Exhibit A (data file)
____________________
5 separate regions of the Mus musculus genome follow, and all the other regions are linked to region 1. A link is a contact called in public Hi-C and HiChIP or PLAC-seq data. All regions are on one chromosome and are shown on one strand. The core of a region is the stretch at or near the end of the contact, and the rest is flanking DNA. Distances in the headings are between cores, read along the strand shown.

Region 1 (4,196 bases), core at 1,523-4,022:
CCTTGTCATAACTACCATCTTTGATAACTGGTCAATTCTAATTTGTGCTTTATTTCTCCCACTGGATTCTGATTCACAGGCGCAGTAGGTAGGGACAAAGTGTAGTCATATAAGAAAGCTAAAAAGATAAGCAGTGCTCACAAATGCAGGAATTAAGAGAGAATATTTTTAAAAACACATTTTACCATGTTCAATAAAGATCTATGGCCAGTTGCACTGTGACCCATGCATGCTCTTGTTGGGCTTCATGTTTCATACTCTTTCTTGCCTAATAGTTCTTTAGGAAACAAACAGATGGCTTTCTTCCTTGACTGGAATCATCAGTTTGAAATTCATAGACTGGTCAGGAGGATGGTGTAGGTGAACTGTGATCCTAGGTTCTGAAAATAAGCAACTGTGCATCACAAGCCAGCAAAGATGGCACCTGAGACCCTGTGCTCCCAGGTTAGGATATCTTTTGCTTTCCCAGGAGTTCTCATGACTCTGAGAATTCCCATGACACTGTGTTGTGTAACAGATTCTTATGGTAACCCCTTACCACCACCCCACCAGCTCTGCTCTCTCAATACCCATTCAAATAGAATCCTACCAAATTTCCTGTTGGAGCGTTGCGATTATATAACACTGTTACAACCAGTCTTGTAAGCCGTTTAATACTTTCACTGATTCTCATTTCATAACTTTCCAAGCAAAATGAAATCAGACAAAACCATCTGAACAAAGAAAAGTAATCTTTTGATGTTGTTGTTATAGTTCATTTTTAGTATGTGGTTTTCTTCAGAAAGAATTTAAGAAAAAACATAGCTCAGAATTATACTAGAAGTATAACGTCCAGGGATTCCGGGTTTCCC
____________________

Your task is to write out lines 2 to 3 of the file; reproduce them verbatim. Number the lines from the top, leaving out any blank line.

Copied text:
Region 1 (4,196 bases), core at 1,523-4,022:
CCTTGTCATAACTACCATCTTTGATAACTGGTCAATTCTAATTTGTGCTTTATTTCTCCCACTGGATTCTGATTCACAGGCGCAGTAGGTAGGGACAAAGTGTAGTCATATAAGAAAGCTAAAAAGATAAGCAGTGCTCACAAATGCAGGAATTAAGAGAGAATATTTTTAAAAACACATTTTACCATGTTCAATAAAGATCTATGGCCAGTTGCACTGTGACCCATGCATGCTCTTGTTGGGCTTCATGTTTCATACTCTTTCTTGCCTAATAGTTCTTTAGGAAACAAACAGATGGCTTTCTTCCTTGACTGGAATCATCAGTTTGAAATTCATAGACTGGTCAGGAGGATGGTGTAGGTGAACTGTGATCCTAGGTTCTGAAAATAAGCAACTGTGCATCACAAGCCAGCAAAGATGGCACCTGAGACCCTGTGCTCCCAGGTTAGGATATCTTTTGCTTTCCCAGGAGTTCTCATGACTCTGAGAATTCCCATGACACTGTGTTGTGTAACAGATTCTTATGGTAACCCCTTACCACCACCCCACCAGCTCTGCTCTCTCAATACCCATTCAAATAGAATCCTACCAAATTTCCTGTTGGAGCGTTGCGATTATATAACACTGTTACAACCAGTCTTGTAAGCCGTTTAATACTTTCACTGATTCTCATTTCATAACTTTCCAAGCAAAATGAAATCAGACAAAACCATCTGAACAAAGAAAAGTAATCTTTTGATGTTGTTGTTATAGTTCATTTTTAGTATGTGGTTTTCTTCAGAAAGAATTTAAGAAAAAACATAGCTCAGAATTATACTAGAAGTATAACGTCCAGGGATTCCGGGTTTCCC